FJC will be in the streets for May Day in New York City! We will be marching from the southeast corner of Union Square at 4:30. Look for our snazzy new banner. This is a statement we prepared for the occasion. (Click here for the full flyer.)
Long before the Haymarket Massacre, the worldwide workers’ movement, and the very existence of a worldwide working class, May Day was a celebration of what we hold in common. Before modern capitalism, vast stretches of the world were held by communities, not individuals. Everyday people with no conception of wage labor shared expansive tracts of land for farming, grazing, hunting, fishing, and coming together to celebrate their communal bonds. May Day originated as a celebration of the fertility of the harvest season, which would provide the food necessary to subsist for the entire year, and of the commonly held land and communal social ties that made survival, merriment, and love possible.
From the fifteenth century continuing through the present day, the development of capitalism has violently enclosed the commons, placed the planet’s resources in private hands, and compelled most people to live in isolation from their neighbors, working for wages in jobs unrelated to their daily lives. This was and is a brutal process involving the theft of land, the massacre and torture of untold millions, and the institutionalization of racism, sexism, and homophobia on a worldwide scale, as capitalism has divided and hierarchized the worldwide working class it has created. This process of enclosure continues to the present day, and will never end so long as there is a free breath of air for the worldwide working class to take.
The communal resources we have lost are not simply land, food, and potable water. We have also forfeited our common knowledges of the body, and our abilities to care for each other regardless of income status. With the establishment of capitalist medicine, women especially were forced out positions of power, knowledge, and authority in matters of health. The power of women over their own reproductive lives, never mind communities’ control of their own social reproduction, has never been fully recaptured, despite many important battles.
Indeed, the relationship of our society to health and to the body itself has increasingly become one fitting the capitalist mode of production — compartmentalization, alienation, and commodification have taken the place of holism, communitarianism, and care based on need. Today, all the “progressive” politicians can talk about is making alienated health care more “affordable”, while still leaving room for the insurance and pharmaceutical industries to make a fortune, and not addressing the social causes of our society’s deadliest ailments: overwork, undernourishment, pollution, stress, and self-medication.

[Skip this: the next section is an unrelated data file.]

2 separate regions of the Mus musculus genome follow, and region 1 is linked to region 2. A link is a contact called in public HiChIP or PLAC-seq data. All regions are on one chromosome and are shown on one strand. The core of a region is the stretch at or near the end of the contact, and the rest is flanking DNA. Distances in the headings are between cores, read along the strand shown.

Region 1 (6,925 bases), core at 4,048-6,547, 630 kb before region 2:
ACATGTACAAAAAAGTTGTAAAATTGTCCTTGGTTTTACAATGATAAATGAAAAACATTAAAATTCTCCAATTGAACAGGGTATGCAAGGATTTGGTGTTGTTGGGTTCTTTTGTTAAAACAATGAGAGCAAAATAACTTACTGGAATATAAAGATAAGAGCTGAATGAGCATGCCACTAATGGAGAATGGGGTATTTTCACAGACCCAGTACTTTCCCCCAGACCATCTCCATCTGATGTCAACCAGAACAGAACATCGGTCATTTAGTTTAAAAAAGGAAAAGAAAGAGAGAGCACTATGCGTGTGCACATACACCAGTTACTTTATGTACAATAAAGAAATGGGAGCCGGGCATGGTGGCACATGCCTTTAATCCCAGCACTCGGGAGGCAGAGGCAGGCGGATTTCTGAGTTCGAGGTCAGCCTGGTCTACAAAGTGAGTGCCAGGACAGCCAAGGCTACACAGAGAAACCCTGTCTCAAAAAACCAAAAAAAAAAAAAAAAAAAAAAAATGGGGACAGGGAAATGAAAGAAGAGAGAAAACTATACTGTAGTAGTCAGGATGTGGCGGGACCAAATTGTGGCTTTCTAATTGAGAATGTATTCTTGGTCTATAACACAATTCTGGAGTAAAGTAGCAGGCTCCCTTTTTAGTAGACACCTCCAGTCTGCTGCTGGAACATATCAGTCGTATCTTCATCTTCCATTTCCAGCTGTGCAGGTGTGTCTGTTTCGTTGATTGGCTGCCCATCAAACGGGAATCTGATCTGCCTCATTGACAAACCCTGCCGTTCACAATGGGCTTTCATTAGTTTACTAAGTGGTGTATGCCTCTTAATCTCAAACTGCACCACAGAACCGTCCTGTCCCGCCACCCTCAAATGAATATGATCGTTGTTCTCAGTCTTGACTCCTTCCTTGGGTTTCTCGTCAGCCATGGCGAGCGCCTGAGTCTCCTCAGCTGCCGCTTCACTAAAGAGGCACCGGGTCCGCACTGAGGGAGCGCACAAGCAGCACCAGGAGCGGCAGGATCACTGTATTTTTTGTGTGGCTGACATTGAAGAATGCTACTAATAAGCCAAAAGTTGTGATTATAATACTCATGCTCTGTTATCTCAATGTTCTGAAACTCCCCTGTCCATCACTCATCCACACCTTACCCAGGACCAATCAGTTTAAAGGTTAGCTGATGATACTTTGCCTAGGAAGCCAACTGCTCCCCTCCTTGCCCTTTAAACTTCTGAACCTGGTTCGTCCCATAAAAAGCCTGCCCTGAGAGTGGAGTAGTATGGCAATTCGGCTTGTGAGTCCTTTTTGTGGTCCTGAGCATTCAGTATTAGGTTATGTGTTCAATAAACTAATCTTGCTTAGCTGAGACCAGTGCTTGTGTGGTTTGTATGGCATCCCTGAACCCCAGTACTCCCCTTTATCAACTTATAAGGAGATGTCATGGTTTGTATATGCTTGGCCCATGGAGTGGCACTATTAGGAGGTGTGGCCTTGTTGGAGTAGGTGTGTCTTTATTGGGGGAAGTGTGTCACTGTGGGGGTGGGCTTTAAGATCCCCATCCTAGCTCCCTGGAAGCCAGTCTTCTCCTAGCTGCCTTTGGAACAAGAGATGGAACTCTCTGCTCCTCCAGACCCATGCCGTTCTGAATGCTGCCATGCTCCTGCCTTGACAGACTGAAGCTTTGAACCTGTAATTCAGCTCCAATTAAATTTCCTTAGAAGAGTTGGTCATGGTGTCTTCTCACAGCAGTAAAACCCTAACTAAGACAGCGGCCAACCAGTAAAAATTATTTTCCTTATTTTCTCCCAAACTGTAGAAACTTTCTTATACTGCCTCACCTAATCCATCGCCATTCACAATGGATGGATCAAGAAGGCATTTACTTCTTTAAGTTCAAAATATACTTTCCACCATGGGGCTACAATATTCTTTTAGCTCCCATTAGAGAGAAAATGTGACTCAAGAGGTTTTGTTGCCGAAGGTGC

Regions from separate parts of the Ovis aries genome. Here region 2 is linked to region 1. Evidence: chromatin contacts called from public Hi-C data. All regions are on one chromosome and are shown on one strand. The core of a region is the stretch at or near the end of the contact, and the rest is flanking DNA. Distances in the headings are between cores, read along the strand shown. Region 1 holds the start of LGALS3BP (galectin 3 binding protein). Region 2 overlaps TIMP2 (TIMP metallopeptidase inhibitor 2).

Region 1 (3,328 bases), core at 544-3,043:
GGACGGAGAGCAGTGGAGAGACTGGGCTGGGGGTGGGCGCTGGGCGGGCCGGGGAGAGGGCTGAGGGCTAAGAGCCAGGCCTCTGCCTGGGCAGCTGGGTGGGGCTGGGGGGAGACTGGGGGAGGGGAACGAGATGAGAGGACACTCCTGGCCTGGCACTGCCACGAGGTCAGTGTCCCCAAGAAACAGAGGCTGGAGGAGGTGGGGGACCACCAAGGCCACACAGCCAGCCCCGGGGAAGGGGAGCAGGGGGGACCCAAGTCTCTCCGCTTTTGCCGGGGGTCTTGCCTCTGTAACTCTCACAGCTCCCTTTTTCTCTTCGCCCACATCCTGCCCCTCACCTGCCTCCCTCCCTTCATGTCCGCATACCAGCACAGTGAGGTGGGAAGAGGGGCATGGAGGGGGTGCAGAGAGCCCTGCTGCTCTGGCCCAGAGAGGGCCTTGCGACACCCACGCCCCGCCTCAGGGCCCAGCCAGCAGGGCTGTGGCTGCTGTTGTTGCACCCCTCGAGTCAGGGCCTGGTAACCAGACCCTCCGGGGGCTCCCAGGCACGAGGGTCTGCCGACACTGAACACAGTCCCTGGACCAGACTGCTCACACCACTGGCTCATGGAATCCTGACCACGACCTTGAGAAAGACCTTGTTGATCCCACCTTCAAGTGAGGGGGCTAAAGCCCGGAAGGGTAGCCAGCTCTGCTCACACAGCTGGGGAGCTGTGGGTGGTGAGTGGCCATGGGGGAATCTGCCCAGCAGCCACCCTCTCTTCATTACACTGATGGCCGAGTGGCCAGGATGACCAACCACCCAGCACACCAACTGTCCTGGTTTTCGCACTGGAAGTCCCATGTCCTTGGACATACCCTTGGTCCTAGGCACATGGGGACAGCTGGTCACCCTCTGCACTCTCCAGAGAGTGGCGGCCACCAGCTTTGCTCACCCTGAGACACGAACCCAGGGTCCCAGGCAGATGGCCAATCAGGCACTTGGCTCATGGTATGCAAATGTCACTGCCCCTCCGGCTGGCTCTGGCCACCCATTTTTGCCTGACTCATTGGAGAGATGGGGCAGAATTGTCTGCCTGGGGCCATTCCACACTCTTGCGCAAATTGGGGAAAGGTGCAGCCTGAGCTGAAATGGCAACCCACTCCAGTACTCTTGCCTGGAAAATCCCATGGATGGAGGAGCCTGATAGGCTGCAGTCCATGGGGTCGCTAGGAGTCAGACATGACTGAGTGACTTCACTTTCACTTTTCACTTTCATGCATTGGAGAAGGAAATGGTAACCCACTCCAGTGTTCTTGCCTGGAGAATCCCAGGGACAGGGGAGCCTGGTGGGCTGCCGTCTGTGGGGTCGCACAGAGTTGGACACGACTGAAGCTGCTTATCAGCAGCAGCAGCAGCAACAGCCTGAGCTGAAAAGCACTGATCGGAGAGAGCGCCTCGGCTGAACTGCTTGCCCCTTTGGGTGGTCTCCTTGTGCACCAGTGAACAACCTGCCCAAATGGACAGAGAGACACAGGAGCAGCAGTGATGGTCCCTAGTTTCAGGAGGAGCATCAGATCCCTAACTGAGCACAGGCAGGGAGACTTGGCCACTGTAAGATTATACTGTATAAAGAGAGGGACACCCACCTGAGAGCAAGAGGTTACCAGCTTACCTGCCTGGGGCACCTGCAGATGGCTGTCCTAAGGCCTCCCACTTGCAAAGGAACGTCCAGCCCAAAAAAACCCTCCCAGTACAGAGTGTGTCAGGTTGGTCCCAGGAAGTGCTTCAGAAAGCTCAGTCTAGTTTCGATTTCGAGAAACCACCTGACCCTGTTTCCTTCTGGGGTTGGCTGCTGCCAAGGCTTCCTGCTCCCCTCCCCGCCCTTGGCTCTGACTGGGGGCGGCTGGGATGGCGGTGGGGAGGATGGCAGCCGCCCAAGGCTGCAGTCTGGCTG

This May Day the ghosts of our lost past continue to haunt us. As hospitals servicing the poorest New Yorkers close their doors, care workers find their labor ever devalued, women’s reproductive rights are threatened all over the US, and low income people of the world are shut out of basic health services, we must remember the past, and recall that this does not have to be the fate of humanity. Another way of caring for each other is possible. We cannot return to the past, nor should we desire to, but we can fight for a future inspired by humanity’s greatest achievement: the commons.
May Day is not a day for politicians to give speeches about reforms and compromises. It is not about searching for a kinder gentler capitalism, or a more diverse ruling class. In a world without commons it is a day of loss. And this loss calls not for mourning, but for action. It is only through struggling together as a class that this loss can be redeemed, towards a future of the commons reborn.
The Florence Johnston Collective
In addition to flyering, surveying, holding actions, events and other on the ground workplace and community organizing, members of Florence Johnston Collective (Flo Jo) read articles about health care and organizing every week. Recently, thanks to a tip from Seattle-based Black Orchid Collective, a member of whom maintains a great blog, Diary of a Disparaged CNA (which is also full of great writing), we read the article “The Proletarianization of Nursing” by David Wagner.